Size 2,500 ft² (chapel), 2,000 ft² (support building)
Program Christian prayer chapel
This article is part of gb&d‘s Green Typologies series, Places of Worship: Contemporary Religious Design in America.
When it comes to building churches, contemporary American Christianity often eschews flourish for function. However, the Prayer Pavilion of Light, by DeBartolo Architects for the 9,600-member Phoenix First Assembly Church is both modern and meditative. It uses experiential landscape design and holistic lighting strategies to create what the congregation calls a ‘lantern on the hill’ in the heart of the Valley of the Sun.
“When we were designing the building, the client asked us to imagine the chapel as a lantern on a hill,” says principal Jack DeBartolo III, who collaborated with his father, Jack Jr., on the design. “With a Noguchi lantern as inspiration, we began to think about this idea of creating a chapel that could literally be shaded by glass but also use the glass as a source of illumination for both interior and exterior experiences.”
As a place for reflection and contemplation, the 2,500-square-foot pavilion was designed for a Christian tradition that specifically elevates the experience of praying, so the architects treated the walk to and from the pavilion as an ambulatory representation of the practice of prayer. The cubical glass pavilion is located on the southeastern portion of the megachurch’s 65-acre campus that sits at the base of a large desert mountain preserve. The pavilion uses its elevated position on the side of Stoney Mountain to overlook the church campus and the sprawling city skyline. “When we were designing this building,” DeBartolo says, “we were really thinking about the movement of people on the campus relative to the way people really experience the different ministries available to them.”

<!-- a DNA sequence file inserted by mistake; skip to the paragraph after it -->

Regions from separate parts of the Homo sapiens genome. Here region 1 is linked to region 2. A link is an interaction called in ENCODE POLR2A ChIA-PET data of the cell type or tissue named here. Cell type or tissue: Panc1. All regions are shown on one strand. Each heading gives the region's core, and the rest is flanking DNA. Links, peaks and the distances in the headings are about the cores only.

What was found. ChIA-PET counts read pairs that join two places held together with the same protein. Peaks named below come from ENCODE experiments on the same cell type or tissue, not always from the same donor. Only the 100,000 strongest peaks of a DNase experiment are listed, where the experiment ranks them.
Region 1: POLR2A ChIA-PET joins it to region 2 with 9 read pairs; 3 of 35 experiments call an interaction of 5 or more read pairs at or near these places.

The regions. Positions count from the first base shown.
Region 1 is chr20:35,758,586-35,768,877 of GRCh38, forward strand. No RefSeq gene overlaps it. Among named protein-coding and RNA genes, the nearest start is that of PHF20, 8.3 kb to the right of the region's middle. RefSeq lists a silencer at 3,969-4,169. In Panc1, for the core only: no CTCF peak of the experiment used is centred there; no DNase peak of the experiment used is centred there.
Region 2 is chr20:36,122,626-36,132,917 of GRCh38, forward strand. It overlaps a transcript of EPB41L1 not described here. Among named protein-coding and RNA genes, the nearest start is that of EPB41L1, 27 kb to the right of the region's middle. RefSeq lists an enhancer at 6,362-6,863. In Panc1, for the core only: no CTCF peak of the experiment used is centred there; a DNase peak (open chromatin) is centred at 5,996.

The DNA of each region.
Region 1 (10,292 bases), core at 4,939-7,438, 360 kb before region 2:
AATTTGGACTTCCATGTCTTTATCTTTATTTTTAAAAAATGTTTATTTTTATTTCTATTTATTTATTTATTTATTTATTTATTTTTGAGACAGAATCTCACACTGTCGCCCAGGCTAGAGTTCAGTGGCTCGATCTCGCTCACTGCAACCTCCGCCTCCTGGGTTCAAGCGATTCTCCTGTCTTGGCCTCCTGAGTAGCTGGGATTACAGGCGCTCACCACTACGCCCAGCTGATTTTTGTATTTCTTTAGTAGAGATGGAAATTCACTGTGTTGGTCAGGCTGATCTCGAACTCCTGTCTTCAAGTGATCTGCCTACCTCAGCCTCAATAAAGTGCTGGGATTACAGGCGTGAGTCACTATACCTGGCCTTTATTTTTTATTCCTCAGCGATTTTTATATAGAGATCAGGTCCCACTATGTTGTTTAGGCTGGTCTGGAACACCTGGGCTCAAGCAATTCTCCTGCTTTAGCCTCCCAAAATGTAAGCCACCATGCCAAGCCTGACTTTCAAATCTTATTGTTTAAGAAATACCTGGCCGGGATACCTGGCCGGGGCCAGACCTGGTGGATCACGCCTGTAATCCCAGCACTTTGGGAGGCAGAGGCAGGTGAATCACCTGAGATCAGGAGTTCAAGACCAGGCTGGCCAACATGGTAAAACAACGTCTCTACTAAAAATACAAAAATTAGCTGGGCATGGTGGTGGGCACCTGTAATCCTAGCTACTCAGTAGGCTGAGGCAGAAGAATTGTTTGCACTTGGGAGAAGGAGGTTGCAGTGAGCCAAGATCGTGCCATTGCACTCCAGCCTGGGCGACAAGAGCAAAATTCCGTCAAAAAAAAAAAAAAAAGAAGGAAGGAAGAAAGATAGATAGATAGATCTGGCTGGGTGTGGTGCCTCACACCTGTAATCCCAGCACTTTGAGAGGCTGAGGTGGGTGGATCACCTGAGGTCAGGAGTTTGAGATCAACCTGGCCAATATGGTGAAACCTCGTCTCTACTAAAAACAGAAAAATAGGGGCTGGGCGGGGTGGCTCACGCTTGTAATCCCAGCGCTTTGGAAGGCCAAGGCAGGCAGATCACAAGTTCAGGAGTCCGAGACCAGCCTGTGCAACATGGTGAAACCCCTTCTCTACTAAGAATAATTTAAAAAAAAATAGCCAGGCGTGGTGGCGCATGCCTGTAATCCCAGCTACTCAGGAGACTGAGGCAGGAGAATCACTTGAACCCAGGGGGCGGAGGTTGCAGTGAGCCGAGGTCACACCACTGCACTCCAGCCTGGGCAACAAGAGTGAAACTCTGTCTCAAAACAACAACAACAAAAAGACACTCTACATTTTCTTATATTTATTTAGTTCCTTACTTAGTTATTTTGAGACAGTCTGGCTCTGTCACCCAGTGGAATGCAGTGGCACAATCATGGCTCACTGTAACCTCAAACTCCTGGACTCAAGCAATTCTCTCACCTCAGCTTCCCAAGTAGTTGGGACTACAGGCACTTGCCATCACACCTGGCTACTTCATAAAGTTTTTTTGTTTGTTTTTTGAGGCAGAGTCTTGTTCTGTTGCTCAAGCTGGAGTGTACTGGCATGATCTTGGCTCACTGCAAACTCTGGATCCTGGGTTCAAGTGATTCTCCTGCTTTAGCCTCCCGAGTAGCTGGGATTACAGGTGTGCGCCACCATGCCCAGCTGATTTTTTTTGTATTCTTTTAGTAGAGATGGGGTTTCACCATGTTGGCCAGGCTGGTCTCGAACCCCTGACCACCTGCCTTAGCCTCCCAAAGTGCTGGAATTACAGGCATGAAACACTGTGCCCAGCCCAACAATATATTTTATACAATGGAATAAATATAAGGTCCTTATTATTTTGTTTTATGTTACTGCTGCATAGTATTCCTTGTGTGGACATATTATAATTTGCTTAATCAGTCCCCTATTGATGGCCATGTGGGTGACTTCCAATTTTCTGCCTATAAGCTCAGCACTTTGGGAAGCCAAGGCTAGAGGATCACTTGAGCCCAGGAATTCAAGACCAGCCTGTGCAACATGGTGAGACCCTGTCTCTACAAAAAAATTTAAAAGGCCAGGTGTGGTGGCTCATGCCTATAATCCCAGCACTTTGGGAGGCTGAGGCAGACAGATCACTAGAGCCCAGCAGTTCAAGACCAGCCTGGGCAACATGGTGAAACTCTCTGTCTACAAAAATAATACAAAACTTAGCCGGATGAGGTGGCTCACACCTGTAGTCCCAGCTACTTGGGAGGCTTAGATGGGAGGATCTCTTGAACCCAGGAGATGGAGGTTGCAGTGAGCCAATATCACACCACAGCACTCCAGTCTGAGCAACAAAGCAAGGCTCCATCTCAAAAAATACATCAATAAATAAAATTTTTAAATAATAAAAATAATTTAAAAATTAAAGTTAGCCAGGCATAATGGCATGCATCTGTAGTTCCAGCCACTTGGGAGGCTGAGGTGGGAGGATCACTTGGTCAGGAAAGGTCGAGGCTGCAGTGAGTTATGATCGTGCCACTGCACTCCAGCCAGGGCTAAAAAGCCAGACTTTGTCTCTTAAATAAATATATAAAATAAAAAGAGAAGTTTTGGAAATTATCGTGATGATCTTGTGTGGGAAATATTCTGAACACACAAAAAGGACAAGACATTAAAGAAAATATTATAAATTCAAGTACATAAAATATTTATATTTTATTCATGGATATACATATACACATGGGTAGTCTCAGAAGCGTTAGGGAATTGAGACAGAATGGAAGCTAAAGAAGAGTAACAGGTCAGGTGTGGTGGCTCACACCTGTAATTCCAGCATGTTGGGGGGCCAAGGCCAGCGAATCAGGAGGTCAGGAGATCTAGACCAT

The pavilion was the fourth and final installment of DeBartolo Architects’ four-phase master plan, which included the construction of an early childhood education center in 2000, a Youth Pavilion two years later, and a Children’s Pavilion in 2004. All are located on the southern end of the church campus, leading visitors toward the prayer pavilion on a path that begins between the Youth and Children’s pavilions. The gently inclining, 600-foot-long processional path winds through a hillside landscape designed by landscape architect Michael Boucher and planted with native Sonoran flora.
Architect DeBartolo Architects
Client Phoenix First Assembly Church
General Contractor Arthur Porter Construction
Lighting Roger Smith Lighting Design
Landscape Michael Boucher Landscape Architect
The path rises 28 feet from the garden entrance to the chapel mount where visitors are then welcomed into a courtyard with benches, shade trees, and a 70-foot-long black reflection pool bordering the plaza’s eastern edge. A ceremonial flame burning in the center of the pool glimmers off the water’s glassy surface that also reflects the 50-foot-high steel cross rising from the pool.
Although glass structures are rarely ideal for desert architecture, in order to achieve the ‘paper lantern’ experience, DeBartolo saw that an element of transparency was needed. To achieve the dual functions of glass working as a shade and as a source of light, DeBartolo says the team experimented with various louvers and perforated scrims but decided on the idea of shading the glass with glass.